Enfant terriblé is probably the term most commonly used to describe director Takashi Miike. Considering the insurmountable violence that lathers his most revered and infamous work (Ichi the Killer, the Dead or Alive trilogy) and bejewels the last act of his most internationally recognised (Audition), it is understandable that unfamiliar audiences could perceive him this way. But Miike’s part-time penchant for hyper violence is far from a prevailing trait. He may be the only director from the Master of Horror series to have an episode banned by Showtime (because of its “extremely graphic and disturbing content”) but his innovative crafting and deployment of bloodshed is one of many facets which combine to define his style.
Mammoth imagination, fractured characters and striking surrealism that sizzles at the level of subtext before exploding to reshape the narrative, are the lifeblood components of Miike’s features (maybe less so his earlier makeshift DTV productions). In his one hundred plus film canon, his work spans multiple genres melding frenetic action, absurdist comedy and supernatural horror, all of which point towards Miike as being more of a driftwood visionary with a need to rip the medium a new one than a guileless gore hound going through the motions.
While much of his one hundred film canon consists of Yakuza/ gangster features and epic period samurai dramas, there are many off-kilter subversions/ genre spins (most of which have never even been released outside of Japan). These include zombie musical The Happiness of the Katakuris, incestuous black comedy drama Visitor Q, punk action sci-fi Terra Formers, stupid superhero stint, Zebraman, supernatural gangster action (Yakuza Apocalypse, Gozu) and seditious children’s fantasy; The Great Yokai War, all of which retain facets which pool to make Miike an auteur.
Blade of the Immortal is Miike’s one hundredth feature as director. It tells the story of an immortal samurai (Manji) played by big (in Japan) popstar Takuya Kimura. Manji is forced to face his harrowing past after meeting a young girl, Rin (Hana Sugisaki), who reminds him of his late sister.
HeyUGuys recently met Miike at the Mayfair Hotel in London to discuss Blade of the Immortal, its production, the process of adapting the manga it was based on and his film-making MO which involves flouting style, inspiring ingenuity and reining in a raging creativity.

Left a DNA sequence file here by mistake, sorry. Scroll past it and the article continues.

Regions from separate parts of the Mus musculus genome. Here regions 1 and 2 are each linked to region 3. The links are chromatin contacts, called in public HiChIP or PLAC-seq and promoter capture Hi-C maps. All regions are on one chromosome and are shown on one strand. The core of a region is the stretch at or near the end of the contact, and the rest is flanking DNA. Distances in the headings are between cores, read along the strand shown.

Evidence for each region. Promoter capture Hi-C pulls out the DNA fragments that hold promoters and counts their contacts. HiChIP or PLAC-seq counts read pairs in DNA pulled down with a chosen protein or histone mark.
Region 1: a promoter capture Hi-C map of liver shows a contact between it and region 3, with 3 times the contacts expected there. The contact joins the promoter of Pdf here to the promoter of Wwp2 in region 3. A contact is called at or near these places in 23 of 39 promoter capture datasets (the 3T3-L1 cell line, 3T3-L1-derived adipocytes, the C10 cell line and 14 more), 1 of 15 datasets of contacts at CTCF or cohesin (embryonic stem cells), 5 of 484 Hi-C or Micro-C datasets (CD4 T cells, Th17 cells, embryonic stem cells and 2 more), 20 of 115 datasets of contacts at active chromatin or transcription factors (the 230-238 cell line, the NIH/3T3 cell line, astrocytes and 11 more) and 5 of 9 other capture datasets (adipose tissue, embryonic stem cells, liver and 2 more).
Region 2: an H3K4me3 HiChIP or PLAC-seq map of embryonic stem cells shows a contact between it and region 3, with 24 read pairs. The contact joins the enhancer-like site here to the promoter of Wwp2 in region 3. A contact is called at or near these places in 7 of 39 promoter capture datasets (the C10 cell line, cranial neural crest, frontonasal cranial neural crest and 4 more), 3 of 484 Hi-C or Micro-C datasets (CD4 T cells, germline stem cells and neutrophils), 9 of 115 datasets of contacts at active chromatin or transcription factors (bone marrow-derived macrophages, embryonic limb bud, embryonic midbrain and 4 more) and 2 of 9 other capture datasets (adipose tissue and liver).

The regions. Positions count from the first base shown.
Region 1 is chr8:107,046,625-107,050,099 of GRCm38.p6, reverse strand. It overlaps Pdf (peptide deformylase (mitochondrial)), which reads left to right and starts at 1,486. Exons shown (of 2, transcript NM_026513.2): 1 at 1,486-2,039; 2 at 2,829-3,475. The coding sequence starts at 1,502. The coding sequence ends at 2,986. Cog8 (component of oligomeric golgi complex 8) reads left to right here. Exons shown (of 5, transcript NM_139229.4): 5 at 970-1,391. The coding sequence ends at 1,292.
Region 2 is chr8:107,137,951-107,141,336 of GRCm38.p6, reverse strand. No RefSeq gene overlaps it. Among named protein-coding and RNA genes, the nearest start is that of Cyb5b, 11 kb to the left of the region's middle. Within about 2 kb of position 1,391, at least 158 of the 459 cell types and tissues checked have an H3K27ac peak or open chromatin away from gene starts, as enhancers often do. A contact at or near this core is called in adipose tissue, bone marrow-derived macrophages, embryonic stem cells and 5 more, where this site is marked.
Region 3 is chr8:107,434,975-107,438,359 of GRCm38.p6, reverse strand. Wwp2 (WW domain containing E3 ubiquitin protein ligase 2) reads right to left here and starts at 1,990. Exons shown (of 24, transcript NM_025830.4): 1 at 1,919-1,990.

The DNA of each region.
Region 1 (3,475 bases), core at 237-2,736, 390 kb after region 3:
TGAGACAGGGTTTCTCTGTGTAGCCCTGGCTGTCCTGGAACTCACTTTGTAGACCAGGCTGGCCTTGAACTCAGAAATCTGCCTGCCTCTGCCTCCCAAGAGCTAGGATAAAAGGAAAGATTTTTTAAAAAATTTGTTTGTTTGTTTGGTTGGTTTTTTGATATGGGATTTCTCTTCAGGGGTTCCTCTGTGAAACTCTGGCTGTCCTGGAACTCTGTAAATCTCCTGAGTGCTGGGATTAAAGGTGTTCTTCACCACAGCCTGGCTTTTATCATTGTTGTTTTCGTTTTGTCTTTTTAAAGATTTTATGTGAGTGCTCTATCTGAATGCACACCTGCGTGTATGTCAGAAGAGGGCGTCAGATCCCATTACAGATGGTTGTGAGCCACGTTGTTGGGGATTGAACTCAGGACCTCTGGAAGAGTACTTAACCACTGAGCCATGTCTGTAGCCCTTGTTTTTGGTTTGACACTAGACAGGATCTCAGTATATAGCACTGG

HEYUGUYS: What first attracted you to Blade of the Immortal and how did you come upon the project?
TAKASHI MIIKE: The original story came from a nineteen years old manga series. Several people have attempted to make it into a film over the years but in present day Japan there isn’t much demand for period samurai films. This is because Japan’s main cinema goers are much younger now. For all sorts of reasons and after several attempts, nobody had ever managed to realise the story. I think it was just down to luck and timing that the project came to me. One of the other problems was that many people felt there wasn’t an appropriate actor for the lead role. When the budget was finally agreed, I felt that this particular actor, Takuya Kimura, could play the part of Manji well. His involvement contributed to the film being made.
I thought Hana Sugisaki was excellent as Rin Asano. How did you go about casting her?
TAKASHI MIIKE: About three years ago I first saw Hana in a TV commercial for instant Chinese stir fry food. She must have been about fourteen or fifteen. I noticed she was eating the food very enthusiastically and with an animalistic quality like it was really delicious. When women actors eat they usually try to do it nicely, not messily but as nice as possible. Hana had a very happy eating look. I think that’s what really attracted me to her.
I recall a reference to her character’s eating style near the start of the film. How did the cast take to your one take, rapid fire method of directing?
TAKASHI MIIKE: Some actors are not easy to work with, especially those who are famous pop star types similar to Takuya, but I have a particular method. Sometimes I start filming in the middle of the action instead of at the top of the cut and work a certain way with particular lighting and positioning. Rather than simply telling the cast via instructions, they are made to simply fit into our manner. This can happen during the preparation stage when we are fitting the wigs and the costumes. There is a subtle way of communicating to them and through that we develop a trusting relationship.